As for what we’re doing to get the game noticed, we’re trying to get the word out via social media and contact press about new developments with the game. But it’s been an uphill battle so far! Part of the challenge is that I’m essentially solely responsible for supporting Waveform post-release while also trying to make progress on a new game, and adding marketing and promotion to that list starts to create some serious time-management challenges! But we have Mac and Linux ports arriving soon, as well as iOS shortly after that. So we’re hoping that helps spread the word to new players as well.
How the response been so far to your recent weekly leaderboard challenges for Waveform? Looking to the future, what are some plans for additional Waveform downloadable content?
The response has been great! People seem to really appreciate the fresh challenges, and being able to win another indie game is icing on the cake. In terms of future DLC, we hope to release a few other planet packs in the same vein as Eris that will provide more levels with new gameplay objects and bonus modes. We also have plans to develop some very interesting expansion packs that will take the gameplay in a new direction. One such product is a mode that will let you import your own music and levels will be automatically generated that synchronize the gameplay to the music. We think that the potential of Waveform is huge; hopefully enough people out there agree with us to keep us fed while we make it!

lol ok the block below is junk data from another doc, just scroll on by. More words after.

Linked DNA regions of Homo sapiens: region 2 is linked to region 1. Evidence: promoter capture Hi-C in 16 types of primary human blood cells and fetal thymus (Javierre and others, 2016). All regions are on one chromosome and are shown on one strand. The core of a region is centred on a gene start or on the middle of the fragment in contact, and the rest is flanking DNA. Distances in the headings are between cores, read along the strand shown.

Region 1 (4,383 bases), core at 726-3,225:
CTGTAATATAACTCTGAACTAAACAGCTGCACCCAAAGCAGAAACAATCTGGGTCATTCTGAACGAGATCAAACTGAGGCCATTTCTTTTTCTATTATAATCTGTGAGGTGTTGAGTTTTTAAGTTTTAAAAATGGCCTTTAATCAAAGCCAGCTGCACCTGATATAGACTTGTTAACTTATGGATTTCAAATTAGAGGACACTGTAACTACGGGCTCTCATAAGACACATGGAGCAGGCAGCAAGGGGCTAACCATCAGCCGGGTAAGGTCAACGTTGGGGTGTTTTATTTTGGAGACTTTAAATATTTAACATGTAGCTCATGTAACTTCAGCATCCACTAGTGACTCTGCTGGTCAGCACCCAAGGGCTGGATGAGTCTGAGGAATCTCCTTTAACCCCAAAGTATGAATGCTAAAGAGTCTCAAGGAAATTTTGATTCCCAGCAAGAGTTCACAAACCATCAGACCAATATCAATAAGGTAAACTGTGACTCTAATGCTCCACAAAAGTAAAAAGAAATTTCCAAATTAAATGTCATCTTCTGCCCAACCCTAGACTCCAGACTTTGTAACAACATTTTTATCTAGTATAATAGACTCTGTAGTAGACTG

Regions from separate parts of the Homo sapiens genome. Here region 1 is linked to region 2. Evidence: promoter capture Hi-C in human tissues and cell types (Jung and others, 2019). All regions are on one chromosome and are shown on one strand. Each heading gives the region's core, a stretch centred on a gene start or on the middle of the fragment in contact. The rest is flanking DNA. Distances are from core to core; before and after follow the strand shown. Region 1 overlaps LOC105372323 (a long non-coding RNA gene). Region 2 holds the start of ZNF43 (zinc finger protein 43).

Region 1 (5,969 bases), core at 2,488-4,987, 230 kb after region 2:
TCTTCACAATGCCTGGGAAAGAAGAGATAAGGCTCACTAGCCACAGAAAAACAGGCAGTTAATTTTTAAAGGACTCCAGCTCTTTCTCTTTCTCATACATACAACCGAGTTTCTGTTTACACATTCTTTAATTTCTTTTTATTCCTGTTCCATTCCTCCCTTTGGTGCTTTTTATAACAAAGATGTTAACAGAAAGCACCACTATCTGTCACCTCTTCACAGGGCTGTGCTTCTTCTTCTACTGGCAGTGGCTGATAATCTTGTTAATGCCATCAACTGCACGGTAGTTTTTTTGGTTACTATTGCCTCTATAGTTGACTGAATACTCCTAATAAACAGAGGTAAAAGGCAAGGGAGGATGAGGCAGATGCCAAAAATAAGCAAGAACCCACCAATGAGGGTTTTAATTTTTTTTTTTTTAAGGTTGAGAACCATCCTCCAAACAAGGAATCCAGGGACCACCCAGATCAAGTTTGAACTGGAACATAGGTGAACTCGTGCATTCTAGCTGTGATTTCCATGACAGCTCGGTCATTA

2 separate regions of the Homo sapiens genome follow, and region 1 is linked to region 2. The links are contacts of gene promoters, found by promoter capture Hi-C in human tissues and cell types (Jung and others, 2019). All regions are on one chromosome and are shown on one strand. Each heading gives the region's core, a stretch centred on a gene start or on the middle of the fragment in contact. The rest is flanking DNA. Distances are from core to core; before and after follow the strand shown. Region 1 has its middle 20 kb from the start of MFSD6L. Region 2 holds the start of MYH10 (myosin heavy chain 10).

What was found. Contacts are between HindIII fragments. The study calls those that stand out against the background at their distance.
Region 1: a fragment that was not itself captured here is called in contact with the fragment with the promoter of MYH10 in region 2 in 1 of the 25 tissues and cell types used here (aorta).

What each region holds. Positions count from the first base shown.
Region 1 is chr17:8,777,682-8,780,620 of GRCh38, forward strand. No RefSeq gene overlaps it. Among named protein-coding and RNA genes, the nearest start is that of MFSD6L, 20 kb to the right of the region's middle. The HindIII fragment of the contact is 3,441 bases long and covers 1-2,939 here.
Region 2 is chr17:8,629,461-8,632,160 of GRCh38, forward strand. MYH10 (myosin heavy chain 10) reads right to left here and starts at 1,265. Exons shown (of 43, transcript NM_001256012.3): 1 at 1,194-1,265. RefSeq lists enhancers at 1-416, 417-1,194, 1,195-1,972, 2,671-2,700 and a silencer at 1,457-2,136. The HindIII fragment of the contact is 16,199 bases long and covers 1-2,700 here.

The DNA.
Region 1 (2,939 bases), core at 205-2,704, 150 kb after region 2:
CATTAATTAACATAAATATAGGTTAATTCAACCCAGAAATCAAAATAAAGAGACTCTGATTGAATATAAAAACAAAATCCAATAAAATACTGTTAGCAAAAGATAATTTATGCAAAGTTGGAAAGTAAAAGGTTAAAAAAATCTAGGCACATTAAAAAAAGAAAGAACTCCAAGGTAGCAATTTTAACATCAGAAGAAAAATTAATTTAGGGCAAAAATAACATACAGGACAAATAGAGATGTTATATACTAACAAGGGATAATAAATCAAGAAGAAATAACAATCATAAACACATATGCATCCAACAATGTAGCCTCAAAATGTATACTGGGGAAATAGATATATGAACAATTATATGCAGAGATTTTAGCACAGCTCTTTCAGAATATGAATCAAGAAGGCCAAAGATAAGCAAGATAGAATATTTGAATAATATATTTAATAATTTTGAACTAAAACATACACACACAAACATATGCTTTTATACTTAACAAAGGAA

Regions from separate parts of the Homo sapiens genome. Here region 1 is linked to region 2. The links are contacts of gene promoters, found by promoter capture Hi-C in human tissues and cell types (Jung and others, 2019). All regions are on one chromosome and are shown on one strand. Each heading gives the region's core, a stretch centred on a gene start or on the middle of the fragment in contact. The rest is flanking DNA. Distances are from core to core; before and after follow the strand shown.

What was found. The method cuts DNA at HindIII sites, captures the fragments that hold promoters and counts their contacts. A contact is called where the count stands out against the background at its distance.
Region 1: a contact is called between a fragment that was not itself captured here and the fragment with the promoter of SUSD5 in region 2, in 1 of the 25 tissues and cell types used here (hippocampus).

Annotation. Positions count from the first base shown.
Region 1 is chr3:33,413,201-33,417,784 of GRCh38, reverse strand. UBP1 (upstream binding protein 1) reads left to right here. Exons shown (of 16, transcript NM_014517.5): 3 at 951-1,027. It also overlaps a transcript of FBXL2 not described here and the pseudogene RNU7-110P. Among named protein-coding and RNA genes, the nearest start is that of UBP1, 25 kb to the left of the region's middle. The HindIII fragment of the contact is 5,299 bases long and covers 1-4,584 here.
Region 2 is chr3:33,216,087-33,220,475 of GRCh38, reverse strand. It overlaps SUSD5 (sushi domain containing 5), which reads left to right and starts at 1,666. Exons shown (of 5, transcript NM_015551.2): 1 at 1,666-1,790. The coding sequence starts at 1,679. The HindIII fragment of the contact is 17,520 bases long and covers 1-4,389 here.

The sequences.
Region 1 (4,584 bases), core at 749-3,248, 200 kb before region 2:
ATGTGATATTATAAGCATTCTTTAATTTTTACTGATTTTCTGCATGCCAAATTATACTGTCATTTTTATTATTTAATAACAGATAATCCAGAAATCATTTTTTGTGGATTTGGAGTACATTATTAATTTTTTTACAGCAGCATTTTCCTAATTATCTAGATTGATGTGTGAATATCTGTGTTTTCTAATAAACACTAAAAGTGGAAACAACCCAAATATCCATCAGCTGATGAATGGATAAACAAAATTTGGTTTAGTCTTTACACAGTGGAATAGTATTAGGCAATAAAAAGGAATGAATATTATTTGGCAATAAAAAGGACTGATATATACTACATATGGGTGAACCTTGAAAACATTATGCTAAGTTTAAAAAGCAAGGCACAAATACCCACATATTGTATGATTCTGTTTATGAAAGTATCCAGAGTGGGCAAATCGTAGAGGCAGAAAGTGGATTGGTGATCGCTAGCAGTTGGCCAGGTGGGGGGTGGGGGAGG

What is some advice that you would offer to others that wish to pursue indie game development?
Indie game development is very difficult. I certainly don’t say that to discourage people from doing it, but rather to prepare them for the realities of what to expect. The two biggest things I would suggest is to firstly resolve in your mind that you really want to do it, no matter what. That passion and dedication will be critically important while you’re pulling all-nighters! And the second thing is to find people that share your ambition and can work alongside you. Having a few friends to share the joy and pains, bounce ideas off of, and contribute unique skills will go a long way in ensuring not only the success of your work but also that you can retain your sanity along the way!